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Tibet Plateau Joins Club of the Best Places on Earth for Astronomical Observation

On the surface of the Earth, there are only a handful of locations that meet the requirements for the installation of large telescopes dedicated to professional astronomical observation.

Among these sites are the Chilean Atacama Desert, where the European Southern Observatory (ESO) has its telescopes; the mountains of Hawaii, such as Mauna Kea (USA), and the peaks of the Canary Island of La Palma, which are home to the Roque de los Muchachos Observatory. All these places have in common that they are located in the western hemisphere of the Earth.

Now, a team of Chinese astronomers has proposed, in an article published in the journal Nature, a new observation zone in the eastern hemisphere: the tibetan plateau. Specifically, the vicinity of the small town of Lenghu, belonging to Qinghai province. With an average height of 4,000 meters, the Tibetan Plateau is the highest plateau on the planet, which has earned it the nickname ‘the roof of the world‘.

Lenghu’s environment has characteristics that make it ideal for astronomy, such as a dark sky, which allows a deeper vision, as well as little presence of water vapor, which favors infrared observation.

Lenghu’s environment brings together a series of characteristics that make it ideal for astronomy, such as “a dark sky, which allows a deeper vision, as well as little presence of precipitable water vapor, which favors infrared observation”, he highlights. to SINC the main author, Licai Deng, an astronomer at the Chinese Academy of Sciences.

“Being in East Asia – he adds -, save the enormous geographical distance between the observatories of Hawaii and the Canary Islands, which is very promising for the search for transient astronomical phenomena ”.

After three years researching and measuring various parameters in the Saishiteng mountain near Lenghu, they have found potential places for astronomical observation located between 4,200 and 4,500 m – the higher the altitude, the lower the atmosphere, and therefore the clearer the observation -, with an average of nights without cloudiness around to the 70%.

Other relevant parameters of the quality of your sky is his brightness (22 mag arcsec2), a good mean seeing (0.75 arcsec, a key parameter to describe the blurring of stars due to atmospheric turbulence) and measurements of water steam precipitable less than 2 mm during 55% of the night.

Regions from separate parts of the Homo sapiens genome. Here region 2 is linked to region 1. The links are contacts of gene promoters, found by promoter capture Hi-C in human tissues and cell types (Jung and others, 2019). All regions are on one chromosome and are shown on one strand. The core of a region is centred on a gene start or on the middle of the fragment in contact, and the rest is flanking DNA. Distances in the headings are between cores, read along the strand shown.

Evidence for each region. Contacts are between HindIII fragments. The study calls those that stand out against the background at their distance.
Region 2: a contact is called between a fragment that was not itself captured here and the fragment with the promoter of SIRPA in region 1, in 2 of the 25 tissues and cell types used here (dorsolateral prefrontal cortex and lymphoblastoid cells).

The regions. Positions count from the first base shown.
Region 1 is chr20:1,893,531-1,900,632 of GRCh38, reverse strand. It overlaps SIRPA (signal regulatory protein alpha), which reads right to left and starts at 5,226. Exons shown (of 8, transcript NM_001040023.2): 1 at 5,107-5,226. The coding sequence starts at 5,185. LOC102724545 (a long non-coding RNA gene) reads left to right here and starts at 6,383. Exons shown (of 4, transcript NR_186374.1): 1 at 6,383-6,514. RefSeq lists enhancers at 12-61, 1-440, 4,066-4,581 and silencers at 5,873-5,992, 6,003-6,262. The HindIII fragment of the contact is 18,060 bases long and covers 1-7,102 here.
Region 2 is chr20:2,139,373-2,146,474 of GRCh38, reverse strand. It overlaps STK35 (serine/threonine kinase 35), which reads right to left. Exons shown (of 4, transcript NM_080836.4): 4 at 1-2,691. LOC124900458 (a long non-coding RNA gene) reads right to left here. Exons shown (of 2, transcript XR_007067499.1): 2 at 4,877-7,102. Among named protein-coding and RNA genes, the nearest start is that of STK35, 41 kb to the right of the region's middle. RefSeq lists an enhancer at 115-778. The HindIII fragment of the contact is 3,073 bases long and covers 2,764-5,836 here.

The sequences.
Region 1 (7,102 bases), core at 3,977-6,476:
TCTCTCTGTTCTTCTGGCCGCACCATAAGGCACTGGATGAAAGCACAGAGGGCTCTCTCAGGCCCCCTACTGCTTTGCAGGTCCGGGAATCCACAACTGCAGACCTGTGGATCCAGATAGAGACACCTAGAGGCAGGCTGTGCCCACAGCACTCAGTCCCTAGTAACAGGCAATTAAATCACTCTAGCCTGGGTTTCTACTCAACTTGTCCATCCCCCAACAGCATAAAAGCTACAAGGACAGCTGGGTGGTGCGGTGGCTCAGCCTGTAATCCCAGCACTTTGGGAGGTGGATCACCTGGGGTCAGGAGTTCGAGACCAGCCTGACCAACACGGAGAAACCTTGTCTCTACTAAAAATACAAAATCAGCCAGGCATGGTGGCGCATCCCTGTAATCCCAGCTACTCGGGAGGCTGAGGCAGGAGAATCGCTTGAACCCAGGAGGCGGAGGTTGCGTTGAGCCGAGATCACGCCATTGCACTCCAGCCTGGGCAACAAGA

Comparison of sky quality parameters in the Lenghu environment and that of the most important observatories in the world. Some relevant thresholds are, for example, an average ‘seeing’ less than 1 and a sky brightness greater than 21.4 mag / arcsec2. / L. Deng et al./Nature

When determining the suitability of a location to install an observatory, it is necessary to analyze a series of factors, such as the “optical quality of the atmosphere, the meteorological stability of the place and its seismicity, but also the logistical and social problems that could lead to the construction of a telescope ”, points out Antonia varela, from the Instituto de Astrofísica de Canarias (IAC).

An example of the social conflicts that may arise is the future Thirty Meter Telescope (TMT), whose planned location was Mauna Kea in Hawaii, but this mountain is considered sacred by the natives and they have stopped the project. As an alternative location is the island of La Palma, although a Canarian court has also overturned its building permit. So far no problems of this kind have arisen in China.

Sky quality like on La Palma

According to the results of the study, the location proposed by the researchers in Lenghu “seems promising, at a level comparable to other large observatories such as the canaries,” he says. Julio Castro Almazán, of the sky quality group of the IAC.

“One of the problems that often accompany Tibetan sites is that they are not free from monsoon activity, so the water vapor data during the summer is a bit worse than what you would expect for height. In any case – he emphasizes – it seems an excellent place ”.

This year an agreement was signed to build a 6.5-meter telescope here, among others, and in the future the large Chinese telescope of more than 12 meters will also come.

Licai Deng (Chinese Academy of Sciences)

The so-called Lenghu Observatory It is already in the process of construction, since “several Chinese institutions that had plans to build a telescope have decided to do it here after knowing our results,” explains Deng.

“The telescope 50BiN for the study of clusters had its first observation in December 2020, “says the researcher,” and others are to come, some already under construction: a 6.5 m telescope (the agreement was signed last May), another for 2.5 m spectroscopy, a survey telescope for images, the Chinese telescope of the SONG network (another Danish one is in Tenerife), a 1 m infrared solar telescope, a planetary research platform and an array to detect near-Earth objects (NEO) ”.

“In the future there will also come the great Chinese telescope over 12 meters and an updated version of LAMOST (currently located in eastern China) ”, advances the astronomer.

According to Deng, the conclusions of the work have been very well received by the Chinese authorities, and they expect great support from the central and regional government at all levels: “The development of an observation site like Lenghu is very exciting for the community. astronomical, both domestic and international ”.

Reference:

Licai Deng et al “Lenghu on the Tibetan Plateau as an astronomical observing site”. Nature, 2021

Source: SINC

Rights: Creative Commons.

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